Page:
Welcome to Televution. My companies create intellectual property and provide services at the nexus of media, entertainment, marketing and technology. This blog is a personal perspective on those themes.


Branding the Apprentice

apprentice.jpgSo, the Celebrity Apprentice ended tonight, and I can finally reveal that my company Phenomenon had been retained by Mark Burnett and Donald Trump to help find and integrate brands into this season’s episodes. The statistics and results of Branded EntertainmentTM initiatives are becoming undeniable, but as media and production companies are starting to see interest, prices and rules are also getting out of control. 

Starting tomorrow, I will begin a series of articles on the concept of Branded EntertainmentTM, and why I believe it must now become part of every serious brand’s strategic budget planning. For those interested, I will provide a series of guidelines that will help brands plan, budget, strategize and execute appropriate Branded EntertainmentTM initiatives. I will also describe evaluation criteria and methodologies for multi-channel activation using those initiatives. 


A Bridge Too Far?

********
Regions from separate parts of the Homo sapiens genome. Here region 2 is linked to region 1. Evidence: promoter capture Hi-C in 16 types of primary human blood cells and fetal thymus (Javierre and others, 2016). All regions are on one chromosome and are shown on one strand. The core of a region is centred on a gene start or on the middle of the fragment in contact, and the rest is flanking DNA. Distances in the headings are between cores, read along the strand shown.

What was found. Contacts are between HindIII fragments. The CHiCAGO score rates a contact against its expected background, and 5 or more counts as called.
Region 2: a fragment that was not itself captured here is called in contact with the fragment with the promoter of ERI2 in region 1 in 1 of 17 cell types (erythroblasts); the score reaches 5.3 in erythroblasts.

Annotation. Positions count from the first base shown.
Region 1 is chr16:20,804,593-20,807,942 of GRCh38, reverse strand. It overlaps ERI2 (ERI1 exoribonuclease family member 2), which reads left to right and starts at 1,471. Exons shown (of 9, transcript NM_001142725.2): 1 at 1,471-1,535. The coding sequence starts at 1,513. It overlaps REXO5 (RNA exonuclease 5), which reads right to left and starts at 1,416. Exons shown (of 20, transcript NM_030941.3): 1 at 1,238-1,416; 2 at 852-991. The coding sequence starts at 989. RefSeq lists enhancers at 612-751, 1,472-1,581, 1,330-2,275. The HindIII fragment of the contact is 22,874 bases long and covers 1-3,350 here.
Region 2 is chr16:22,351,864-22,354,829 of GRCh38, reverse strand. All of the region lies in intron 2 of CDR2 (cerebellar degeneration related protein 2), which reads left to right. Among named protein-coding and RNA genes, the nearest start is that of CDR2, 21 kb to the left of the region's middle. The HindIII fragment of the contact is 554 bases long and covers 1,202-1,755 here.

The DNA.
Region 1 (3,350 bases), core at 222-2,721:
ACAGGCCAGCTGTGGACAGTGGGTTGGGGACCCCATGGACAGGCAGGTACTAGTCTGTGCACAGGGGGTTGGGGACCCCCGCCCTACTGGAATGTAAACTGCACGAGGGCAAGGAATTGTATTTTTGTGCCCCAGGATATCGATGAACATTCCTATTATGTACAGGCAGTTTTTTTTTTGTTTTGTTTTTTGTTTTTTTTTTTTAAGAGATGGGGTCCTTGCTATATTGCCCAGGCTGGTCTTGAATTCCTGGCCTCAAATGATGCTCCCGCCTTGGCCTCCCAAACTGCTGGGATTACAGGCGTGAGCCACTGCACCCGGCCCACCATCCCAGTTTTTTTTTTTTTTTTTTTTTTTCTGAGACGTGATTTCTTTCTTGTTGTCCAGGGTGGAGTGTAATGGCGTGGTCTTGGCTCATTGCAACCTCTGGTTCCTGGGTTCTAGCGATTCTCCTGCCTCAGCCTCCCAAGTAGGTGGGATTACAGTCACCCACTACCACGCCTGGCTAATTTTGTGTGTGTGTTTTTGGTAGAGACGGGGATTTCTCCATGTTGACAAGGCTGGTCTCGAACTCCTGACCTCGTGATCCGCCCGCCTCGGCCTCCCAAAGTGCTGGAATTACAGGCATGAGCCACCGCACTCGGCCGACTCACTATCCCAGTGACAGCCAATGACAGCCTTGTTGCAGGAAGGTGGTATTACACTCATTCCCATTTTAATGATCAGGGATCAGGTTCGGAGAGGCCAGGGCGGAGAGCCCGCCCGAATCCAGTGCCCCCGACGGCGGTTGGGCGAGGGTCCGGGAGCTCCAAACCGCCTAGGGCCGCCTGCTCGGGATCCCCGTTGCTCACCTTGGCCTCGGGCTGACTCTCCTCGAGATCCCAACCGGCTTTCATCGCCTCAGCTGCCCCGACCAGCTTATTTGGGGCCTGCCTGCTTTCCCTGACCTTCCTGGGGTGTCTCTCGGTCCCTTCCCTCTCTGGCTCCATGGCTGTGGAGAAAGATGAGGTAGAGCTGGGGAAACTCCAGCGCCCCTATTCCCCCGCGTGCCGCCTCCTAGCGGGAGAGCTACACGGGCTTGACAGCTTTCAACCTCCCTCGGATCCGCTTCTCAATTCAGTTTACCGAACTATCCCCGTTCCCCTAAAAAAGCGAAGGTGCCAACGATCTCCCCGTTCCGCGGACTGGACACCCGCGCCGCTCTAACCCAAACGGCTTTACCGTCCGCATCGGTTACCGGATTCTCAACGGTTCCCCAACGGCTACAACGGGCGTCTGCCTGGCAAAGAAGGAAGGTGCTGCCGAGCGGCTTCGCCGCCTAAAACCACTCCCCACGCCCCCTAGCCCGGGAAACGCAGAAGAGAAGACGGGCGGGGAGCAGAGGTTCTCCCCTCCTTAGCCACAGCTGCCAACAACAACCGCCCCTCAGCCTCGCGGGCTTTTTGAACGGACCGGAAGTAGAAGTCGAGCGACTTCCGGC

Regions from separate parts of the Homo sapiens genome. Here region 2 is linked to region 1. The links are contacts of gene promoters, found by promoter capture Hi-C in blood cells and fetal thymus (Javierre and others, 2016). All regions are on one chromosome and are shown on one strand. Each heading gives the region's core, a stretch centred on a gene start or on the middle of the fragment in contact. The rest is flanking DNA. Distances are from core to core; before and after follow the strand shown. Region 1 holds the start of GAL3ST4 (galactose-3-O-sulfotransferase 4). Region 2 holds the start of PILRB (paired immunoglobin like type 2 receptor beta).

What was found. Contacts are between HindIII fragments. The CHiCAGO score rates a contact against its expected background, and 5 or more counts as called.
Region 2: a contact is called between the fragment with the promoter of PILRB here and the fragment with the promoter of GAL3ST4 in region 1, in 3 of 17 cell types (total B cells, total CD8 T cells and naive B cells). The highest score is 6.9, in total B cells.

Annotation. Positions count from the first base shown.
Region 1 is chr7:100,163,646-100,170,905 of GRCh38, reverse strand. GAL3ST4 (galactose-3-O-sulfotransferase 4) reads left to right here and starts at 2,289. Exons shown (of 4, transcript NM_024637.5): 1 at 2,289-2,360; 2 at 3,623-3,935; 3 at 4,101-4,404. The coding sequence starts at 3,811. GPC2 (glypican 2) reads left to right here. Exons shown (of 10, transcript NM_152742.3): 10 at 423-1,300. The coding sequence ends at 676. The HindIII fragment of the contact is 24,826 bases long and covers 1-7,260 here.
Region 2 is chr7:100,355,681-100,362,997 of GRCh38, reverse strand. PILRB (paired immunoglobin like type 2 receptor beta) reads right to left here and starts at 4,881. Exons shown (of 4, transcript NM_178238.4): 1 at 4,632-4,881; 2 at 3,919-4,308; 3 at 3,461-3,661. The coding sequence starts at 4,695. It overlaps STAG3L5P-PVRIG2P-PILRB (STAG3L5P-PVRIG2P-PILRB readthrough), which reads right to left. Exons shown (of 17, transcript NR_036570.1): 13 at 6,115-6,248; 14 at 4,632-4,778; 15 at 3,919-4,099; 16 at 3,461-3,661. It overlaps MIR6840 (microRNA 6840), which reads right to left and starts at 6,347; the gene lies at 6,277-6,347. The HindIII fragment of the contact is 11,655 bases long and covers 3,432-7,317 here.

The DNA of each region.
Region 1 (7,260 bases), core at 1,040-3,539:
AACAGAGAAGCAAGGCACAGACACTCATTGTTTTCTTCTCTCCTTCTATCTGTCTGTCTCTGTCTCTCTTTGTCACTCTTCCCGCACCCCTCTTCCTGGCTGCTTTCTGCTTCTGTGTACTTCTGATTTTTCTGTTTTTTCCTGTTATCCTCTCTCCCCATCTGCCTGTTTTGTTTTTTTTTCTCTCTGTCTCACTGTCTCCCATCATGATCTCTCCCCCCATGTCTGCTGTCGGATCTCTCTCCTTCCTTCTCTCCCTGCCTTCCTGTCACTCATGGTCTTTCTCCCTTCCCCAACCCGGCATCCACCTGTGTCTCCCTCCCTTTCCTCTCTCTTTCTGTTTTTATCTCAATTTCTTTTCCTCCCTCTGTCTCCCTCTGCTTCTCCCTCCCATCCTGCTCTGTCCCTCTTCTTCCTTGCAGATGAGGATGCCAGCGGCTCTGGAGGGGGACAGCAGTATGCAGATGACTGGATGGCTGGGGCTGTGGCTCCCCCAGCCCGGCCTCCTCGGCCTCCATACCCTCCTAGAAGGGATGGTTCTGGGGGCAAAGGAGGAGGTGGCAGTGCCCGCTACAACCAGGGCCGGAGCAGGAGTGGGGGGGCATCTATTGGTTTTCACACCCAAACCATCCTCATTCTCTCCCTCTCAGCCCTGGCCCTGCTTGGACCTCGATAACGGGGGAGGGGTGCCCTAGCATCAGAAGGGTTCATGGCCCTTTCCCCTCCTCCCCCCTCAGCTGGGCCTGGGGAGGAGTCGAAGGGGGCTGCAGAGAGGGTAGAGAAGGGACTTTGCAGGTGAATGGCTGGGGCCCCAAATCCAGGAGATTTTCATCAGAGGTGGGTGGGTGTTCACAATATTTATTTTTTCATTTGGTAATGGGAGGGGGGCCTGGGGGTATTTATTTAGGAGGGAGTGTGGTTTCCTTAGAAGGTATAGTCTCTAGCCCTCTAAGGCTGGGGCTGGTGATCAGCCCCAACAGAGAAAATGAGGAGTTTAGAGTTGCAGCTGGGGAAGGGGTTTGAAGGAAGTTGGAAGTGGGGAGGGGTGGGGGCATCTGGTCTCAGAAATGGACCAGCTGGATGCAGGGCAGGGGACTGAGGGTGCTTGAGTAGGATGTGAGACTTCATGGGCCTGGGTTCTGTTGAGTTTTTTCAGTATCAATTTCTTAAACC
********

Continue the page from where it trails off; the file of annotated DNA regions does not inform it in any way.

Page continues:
I recently participated in a private conference called BRIDGE, the purpose of which was to bring together artists (actors, directors, writers and animators,) media entities (studio heads, network presidents, producers and heads of media companies) and technology progenitors (venture capitalists, visionaries, innovators and heads of technology companies) in order to help set a course for a plausible future in which these three components of the emerging entertainment value chain could find a way to work together.

The discussion lasted a whole day in a single room, moderated by Donny Deutsch, and proved to be an exhilarating (and sometimes heated) exchange of ideas and concepts.

The artists were represented by the likes of John Cusack, Matthew McConaughey, Michael Mann, John Singleton, LL Cool J, Matt Stone, Anthony Zuiker, and Scarlett Johannson. Media reps included Kevin Reilly, Dawn Ostroff, Doug Herzog, Dana Walden, Jeff Berman, Brad Grey, and Matt Cohler. Technology progenitors included folks like Mark Kvamme, Marc Andreessen, David Sze, and Mike Volpi.

One of the biggest questions at the gathering was, “Are we all in this together?” Having had some time now to reflect on this, I think that question needs to be qualified to some extent.

The CPM model (cost per thousand) works for aggregators of content because the sheer volume of individual items they have.

Let’s look at an example, for the more creatively inclined: Let’s say one of the content aggregrator sites, let’s call it MyTube, has 20 million visitors a month. Lets say that on average, each viewer looks at 10 individual pages within MyTube during the course of that month. Now, let’s say that each “page” has 3 ads on it.

That means, in any given month, MyTube has (20MM X 10 X 3) ads that it will serve up in total. Which is an amazing 600 million ads. At the standard of $20 per 1000 ad views, our aggregrator MyTube stands to generate $12 million per month in ad sales.